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Marine daughter seeks dignity for 'Devil Dog pups'

Published on NewsOK Modified: May 18, 2013 at 9:39 am •  Published: May 18, 2013
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JACKSONVILLE, N.C. (AP) — As she flipped through the cemetery register, Mary Blakely's eyes filled with tears. On line after line, the entry read simply "Baby Boy" or "Baby Girl," followed by a surname and a burial date.

Like Blakely, many of those buried in this lonely section of Onslow Memorial Park known as "Babyland" were the children of Marines stationed down the road at Camp Lejeune. How many of these fellow "Devil Dog pups," she wondered, died because they or their pregnant mothers had swallowed or bathed in the base's toxic water?

"These are my peers," she cried as cars and trucks rushed by on busy U.S. 258 one recent blustery day. "I'm a Marine Corps brat. And this could be me."

The 49-year-old homemaker lived on the southeast North Carolina base during the 1960s and '70s — at a time when levels of certain cancer-causing chemicals were among the highest ever recorded in a public drinking water supply.

Federal health investigators have been studying the effects of those chemicals for two decades now. After numerous fits and starts, the federal Centers for Disease Control and Prevention hopes to issue a long-delayed study on birth defects and childhood cancers later this spring.

In mid-January, Blakely traveled to the agency's Atlanta headquarters, where she handed over two plastic tubs containing 2,500 death certificates.

It may be impossible to know how many — if any — of those deaths were due to the poison in Lejeune's water. But Blakely wanted to make sure that the occupants of this and other babylands would not be forgotten.

"Most of them would have grown up and become Marines," Blakely told the health officials gathered there, her voice trembling with emotion. "All we want is the truth."

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Blakely was 6 in 1969 when her dad, Master Gunnery Sgt. James Joseph Leake, was stationed "aboard" Camp Lejeune the first time, following a deployment to Germany and Turkey, and a tour in South Vietnam. For the next two years, she and her three siblings lived in a duplex in Berkeley Manor on Arkansas Street, just across Holcomb Boulevard from the golf course.

"That was the first, like, American town that we ever lived in," says Blakely.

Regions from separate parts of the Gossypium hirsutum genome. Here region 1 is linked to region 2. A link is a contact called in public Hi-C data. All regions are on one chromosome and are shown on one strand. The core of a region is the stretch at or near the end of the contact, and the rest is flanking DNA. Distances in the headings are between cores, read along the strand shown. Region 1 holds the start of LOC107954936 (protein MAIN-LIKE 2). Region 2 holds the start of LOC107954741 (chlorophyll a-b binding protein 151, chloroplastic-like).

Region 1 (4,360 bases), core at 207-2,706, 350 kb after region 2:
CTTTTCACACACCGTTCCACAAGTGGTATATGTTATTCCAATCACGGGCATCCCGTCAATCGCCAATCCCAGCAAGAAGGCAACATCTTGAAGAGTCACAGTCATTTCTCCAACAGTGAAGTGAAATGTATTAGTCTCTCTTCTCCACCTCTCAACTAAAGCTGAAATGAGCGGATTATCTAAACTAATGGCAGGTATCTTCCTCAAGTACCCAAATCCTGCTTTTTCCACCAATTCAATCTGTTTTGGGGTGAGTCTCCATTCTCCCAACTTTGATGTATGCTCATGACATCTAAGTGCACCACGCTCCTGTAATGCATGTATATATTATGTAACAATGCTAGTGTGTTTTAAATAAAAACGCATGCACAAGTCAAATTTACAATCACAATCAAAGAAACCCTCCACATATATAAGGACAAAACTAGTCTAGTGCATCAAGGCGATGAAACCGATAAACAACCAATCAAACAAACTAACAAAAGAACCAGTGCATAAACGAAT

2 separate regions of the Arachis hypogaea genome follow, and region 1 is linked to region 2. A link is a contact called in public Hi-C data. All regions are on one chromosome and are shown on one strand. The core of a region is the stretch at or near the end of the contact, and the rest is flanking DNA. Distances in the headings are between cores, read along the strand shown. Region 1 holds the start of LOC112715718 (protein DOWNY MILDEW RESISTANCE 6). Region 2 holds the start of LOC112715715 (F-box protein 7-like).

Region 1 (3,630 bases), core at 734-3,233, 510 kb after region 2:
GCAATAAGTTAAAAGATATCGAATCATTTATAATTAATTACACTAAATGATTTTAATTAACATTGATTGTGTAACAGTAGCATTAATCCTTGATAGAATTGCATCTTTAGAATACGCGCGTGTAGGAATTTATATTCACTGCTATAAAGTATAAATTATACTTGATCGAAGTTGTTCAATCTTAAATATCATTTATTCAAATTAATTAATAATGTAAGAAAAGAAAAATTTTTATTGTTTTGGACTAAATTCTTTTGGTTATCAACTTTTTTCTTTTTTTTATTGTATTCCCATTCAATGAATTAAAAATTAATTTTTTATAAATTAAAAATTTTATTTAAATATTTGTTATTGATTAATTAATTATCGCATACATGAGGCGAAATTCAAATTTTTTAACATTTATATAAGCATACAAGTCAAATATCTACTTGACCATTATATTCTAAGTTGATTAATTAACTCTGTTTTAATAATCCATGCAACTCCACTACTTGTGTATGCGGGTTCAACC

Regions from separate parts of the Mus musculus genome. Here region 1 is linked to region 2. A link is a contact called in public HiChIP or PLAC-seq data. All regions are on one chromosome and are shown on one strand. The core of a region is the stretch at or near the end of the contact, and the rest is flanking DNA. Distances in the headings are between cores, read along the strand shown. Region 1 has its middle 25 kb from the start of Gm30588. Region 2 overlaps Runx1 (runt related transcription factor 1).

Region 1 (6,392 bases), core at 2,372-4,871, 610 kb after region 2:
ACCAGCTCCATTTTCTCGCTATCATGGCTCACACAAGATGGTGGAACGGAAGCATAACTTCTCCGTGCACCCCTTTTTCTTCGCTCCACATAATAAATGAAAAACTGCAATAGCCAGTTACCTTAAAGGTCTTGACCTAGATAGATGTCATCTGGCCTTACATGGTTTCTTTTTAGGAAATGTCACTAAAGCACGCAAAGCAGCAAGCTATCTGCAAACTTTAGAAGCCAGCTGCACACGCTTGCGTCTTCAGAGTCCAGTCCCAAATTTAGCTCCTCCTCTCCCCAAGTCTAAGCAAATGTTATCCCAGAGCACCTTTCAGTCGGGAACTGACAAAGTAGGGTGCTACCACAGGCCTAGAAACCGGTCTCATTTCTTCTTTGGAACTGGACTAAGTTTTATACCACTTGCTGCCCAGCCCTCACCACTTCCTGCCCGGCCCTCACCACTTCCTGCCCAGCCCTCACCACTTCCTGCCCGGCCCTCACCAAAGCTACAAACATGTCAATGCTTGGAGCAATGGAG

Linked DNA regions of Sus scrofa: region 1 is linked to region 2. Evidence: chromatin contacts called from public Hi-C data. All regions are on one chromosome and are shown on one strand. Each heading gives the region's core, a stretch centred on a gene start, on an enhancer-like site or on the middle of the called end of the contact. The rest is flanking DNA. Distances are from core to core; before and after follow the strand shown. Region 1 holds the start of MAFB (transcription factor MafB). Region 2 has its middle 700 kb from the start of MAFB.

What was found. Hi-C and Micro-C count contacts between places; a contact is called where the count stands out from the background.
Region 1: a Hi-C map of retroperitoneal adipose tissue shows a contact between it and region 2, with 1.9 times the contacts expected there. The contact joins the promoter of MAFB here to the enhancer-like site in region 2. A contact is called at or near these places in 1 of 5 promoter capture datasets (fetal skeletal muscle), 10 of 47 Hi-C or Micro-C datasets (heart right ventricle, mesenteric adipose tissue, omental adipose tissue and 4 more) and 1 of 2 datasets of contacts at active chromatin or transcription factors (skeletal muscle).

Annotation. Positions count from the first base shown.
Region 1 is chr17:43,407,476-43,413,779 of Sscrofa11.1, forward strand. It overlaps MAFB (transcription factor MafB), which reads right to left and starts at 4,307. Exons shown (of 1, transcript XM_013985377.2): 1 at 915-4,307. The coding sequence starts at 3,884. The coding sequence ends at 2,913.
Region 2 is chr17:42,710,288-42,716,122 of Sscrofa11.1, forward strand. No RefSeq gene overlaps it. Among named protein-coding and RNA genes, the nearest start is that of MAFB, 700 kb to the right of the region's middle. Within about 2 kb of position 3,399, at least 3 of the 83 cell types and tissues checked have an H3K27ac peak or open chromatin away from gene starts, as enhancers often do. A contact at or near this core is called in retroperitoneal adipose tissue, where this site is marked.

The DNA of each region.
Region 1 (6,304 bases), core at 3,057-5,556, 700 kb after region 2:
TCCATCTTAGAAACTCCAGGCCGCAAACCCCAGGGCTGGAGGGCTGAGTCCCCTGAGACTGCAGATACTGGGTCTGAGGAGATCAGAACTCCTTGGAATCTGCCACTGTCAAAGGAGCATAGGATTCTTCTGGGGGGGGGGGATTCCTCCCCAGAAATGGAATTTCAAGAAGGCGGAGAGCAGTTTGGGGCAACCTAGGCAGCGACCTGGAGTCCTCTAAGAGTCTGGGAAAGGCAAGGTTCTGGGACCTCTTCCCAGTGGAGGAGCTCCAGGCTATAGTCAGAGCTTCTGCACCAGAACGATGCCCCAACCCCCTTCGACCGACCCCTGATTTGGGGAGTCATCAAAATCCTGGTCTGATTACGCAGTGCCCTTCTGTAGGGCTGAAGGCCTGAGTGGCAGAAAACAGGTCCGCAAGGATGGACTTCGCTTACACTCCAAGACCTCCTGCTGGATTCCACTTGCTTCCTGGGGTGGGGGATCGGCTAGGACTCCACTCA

For the next few years, the family moved around as Leake's intelligence and code-breaking duties took him to Massachusetts, Hawaii and back to South Vietnam. After a final three-year deployment to Japan, the family returned to Lejeune in 1976 and bought a house off base.

In 1996, Blakely's mother, Mary, died of brain cancer. Blakely did not begin to suspect a connection to the base water until she went home to see her dad and visit her mom's grave in the spring of 2011.

She had become Facebook friends with Jessica Ensminger, whose father, Jerry, had served as a drill sergeant at Lejeune. Jessica's sister, Janey — the only one of the four Ensminger girls conceived, carried or born at the base — died of leukemia in 1985 at age 9.

The two women visited the "baby garden" at Jacksonville City Cemetery, across from the state veteran's graveyard where Blakely's mother was laid to rest. Ensminger said there might be more infant graves at Onslow Memorial Park.

Of the three dozen graves in "block A," only two were marked. One, nearly swallowed in grass and weeds, appeared to be a temporary tin marker; the words "Baby Girl Ward" and a date (1950-something) were barely legible.

When Blakely attempted to clear the dirt from the fragile marker, it crumbled at her fingertips. Her emotions oscillated between sorrow and rage.

"Please, God," she remembers praying silently. "If there is anything you would like me to do that might help them to not be forgotten, speak to my heart and I will do my best at whatever it is."

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